When the submitted TDA state plan is approved by USDA, HB 1325 requires DSHS to:
- Establish a manufacturing licensure program for consumable hemp products.
- Create a registration process for retailers selling consumable hemp products containing CBD.
- Work with DPS on random testing for consumable hemp products containing CBD sold at retail. Random testing will not occur until the retail registration process is established after the TDA state plan approval.
While DSHS rules development will begin before the TDA plan is approved, final rules cannot be completed until after the TDA state plan approval. Therefore, DSHS may only begin issuing licenses and accepting registrations after TDA’s plan is approved by USDA and DSHS adopts rules consistent with the TDA approved plan.
What is DSHS’ relationship with Hemp and CBD?
DSHS has oversight of food, drug, cosmetics and dietary supplement manufacturers, distributors and retailers, including those that may use or market hemp or cannabidiol (CBD) as an ingredient in those products. Local jurisdictions may also regulate retail sales of food, drugs, cosmetics and dietary supplements, but may not prohibit the sale of consumable hemp products.
DSHS does not regulate an individual’s private possession or private use of any food, drug, cosmetic product or dietary supplement. Neither does DSHS administer the Texas Compassionate Use Act.
Can I manufacture consumable hemp products?
The manufacturing license for consumable hemp will not be available until the USDA approves Texas’ hemp plan. That plan is under development by TDA. State licensing rules and requirements relating to the manufacture of consumable hemp products may only be proposed after the approval of the plan by the USDA.
Until the plan is approved and rules are in place, current law applies. Only ingredients on the FDA’s Generally Regarded As Safe (GRAS) list or otherwise federally approved may be used in foods, drugs, cosmetics and dietary supplements. There are currently three hemp-derived products on the GRAS list; hulled hemp seeds, hemp seed protein and hemp seed oil. Manufacturers of these products are governed by Health and Safety Code Chapter 431. Manufacturers interested in producing consumable hemp products not containing CBD may currently apply for a DSHS food manufacturer license.
Can I sell consumable hemp products at retail now?
Yes, Section 11 of HB 1325 allows for existing retailers to possess, transport or sell consumable hemp products that become part of the retailers’ inventory prior to the effective date of DSHS rules resulting from HB 1325. The retailer must be licensed through DSHS as currently required by law. Retailers selling consumable hemp products must ensure the product is safe for consumption by being free of heavy metals, pesticides, harmful microorganisms or residual solvents. Additionally, consumable hemp products sold must not contain more than 0.3 percent THC.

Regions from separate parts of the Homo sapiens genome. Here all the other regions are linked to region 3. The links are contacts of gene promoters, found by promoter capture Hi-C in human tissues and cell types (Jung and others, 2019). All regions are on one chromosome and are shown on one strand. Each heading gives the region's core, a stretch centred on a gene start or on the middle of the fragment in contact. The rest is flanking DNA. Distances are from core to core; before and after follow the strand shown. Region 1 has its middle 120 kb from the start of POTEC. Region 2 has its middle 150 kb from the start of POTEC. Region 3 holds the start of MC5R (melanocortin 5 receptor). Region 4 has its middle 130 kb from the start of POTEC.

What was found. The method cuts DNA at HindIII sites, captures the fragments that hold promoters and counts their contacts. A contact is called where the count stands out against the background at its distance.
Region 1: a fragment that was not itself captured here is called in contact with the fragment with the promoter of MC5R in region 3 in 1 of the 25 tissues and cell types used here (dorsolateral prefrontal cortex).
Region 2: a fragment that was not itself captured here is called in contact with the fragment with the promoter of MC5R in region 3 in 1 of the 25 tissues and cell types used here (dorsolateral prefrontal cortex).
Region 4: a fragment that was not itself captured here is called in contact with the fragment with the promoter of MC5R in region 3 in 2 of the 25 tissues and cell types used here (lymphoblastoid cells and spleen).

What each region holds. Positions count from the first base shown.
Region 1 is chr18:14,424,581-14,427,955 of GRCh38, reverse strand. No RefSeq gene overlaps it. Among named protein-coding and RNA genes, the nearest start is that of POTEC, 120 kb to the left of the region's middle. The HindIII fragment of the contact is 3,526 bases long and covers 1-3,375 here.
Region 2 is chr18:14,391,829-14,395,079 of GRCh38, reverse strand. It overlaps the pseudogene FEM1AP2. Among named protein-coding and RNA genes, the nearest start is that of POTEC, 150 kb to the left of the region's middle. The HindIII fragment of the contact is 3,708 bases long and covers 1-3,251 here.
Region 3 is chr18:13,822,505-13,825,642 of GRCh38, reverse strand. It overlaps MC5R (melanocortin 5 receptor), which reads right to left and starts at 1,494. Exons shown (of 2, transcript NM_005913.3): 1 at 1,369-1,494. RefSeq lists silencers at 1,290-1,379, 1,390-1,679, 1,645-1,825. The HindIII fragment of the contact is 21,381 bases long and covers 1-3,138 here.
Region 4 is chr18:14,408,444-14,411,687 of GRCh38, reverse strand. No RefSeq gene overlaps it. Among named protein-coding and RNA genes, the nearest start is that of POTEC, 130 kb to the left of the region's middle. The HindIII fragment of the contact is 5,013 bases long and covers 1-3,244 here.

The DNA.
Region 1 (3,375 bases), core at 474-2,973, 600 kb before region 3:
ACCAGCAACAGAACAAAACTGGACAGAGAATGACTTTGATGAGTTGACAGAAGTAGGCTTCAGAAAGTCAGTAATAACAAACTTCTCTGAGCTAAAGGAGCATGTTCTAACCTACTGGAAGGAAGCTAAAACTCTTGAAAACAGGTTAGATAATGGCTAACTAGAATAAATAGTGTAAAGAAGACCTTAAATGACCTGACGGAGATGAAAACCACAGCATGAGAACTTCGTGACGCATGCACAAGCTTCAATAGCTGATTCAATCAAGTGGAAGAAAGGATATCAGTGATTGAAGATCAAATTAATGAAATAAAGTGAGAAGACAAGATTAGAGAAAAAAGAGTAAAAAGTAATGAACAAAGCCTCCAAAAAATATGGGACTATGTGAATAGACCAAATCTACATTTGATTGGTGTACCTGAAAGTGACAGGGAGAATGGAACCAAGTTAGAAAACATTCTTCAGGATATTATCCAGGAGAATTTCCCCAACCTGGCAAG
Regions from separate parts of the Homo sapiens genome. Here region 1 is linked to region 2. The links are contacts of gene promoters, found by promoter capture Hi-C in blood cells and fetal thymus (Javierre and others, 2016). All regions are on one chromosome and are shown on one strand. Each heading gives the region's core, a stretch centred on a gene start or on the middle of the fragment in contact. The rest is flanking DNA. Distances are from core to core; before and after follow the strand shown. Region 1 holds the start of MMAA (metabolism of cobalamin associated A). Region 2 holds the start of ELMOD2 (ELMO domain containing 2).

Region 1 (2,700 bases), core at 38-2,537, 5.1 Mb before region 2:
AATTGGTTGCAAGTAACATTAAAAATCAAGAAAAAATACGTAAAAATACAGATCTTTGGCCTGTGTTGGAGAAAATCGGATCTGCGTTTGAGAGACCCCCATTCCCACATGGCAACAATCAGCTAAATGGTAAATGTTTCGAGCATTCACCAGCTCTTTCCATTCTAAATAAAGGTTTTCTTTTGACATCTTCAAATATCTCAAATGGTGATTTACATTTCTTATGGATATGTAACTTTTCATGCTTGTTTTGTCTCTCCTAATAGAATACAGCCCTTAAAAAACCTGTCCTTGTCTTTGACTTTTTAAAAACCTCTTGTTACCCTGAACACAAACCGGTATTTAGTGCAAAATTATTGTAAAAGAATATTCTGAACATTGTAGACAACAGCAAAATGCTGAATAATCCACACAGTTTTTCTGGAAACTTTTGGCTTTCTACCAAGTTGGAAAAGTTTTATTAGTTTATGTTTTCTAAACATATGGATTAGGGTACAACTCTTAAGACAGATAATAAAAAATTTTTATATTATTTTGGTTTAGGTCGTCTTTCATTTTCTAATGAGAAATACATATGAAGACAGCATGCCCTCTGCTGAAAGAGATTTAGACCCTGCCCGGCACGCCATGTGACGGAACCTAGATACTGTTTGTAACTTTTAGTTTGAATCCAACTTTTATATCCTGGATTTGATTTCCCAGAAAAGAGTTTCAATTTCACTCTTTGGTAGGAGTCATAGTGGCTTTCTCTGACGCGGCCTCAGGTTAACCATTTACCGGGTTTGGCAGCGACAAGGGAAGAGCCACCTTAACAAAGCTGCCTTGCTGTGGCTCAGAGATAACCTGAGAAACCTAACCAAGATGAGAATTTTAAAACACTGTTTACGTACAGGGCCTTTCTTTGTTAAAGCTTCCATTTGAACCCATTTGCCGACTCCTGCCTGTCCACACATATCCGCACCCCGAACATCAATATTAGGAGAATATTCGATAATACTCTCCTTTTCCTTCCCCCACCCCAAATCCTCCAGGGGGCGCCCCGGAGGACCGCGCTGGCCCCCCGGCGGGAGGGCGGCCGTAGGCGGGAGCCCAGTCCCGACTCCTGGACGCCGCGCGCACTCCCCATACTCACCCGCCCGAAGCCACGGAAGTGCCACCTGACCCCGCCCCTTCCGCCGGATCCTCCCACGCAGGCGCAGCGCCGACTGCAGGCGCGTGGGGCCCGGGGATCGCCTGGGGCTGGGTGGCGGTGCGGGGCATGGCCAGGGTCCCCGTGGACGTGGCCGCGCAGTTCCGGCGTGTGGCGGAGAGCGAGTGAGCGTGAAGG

During routine inspection or complaint investigations, DSHS, within its statutory authority, may detain products, including dietary supplements, that are labeled as or contain hemp, including CBD, and that make unproven health claims, such as preventing, diagnosing, treating and/or curing a health or medical condition. Products that are being manufactured or handled in a manner that creates a health hazard for people who may use it may also be detained.
Note: HB 1325 contains limitations regarding retail sales of out-of-state consumable hemp products. The products must be processed or manufactured in another state in compliance with:
- that state or jurisdiction’s plan approved by the USDA;
- in the absence of a state submitted plan, a plan established by the USDA; or,
- the laws of that state or jurisdiction if the products are tested in compliance with, or similar to those set out in Section 443.151 of HB 1325.
Upon approval of the Texas state hemp plan by USDA, DSHS will establish a process to register retailers selling consumable hemp products containing CBD. At that time, existing retailers selling consumable hemp products containing CBD and new retailers wishing to sell these products will be required to register with DSHS.
But, questions still remain
Is hemp legal now? the Drug Enforcement Agency’s (DEA) and the Food and Drug Administration’s (FDA) responses will tell.
*Update: December 21, 2108: the FDA is on the record saying until the new regulations (Farm Bill Act) officially take effect, the FDA will continue strict enforcement of all cannabis products. The good news for those in the hemp industry is the FDA is open to start looking more closely at CBD, including steps toward the lawful marketing and selling of the products.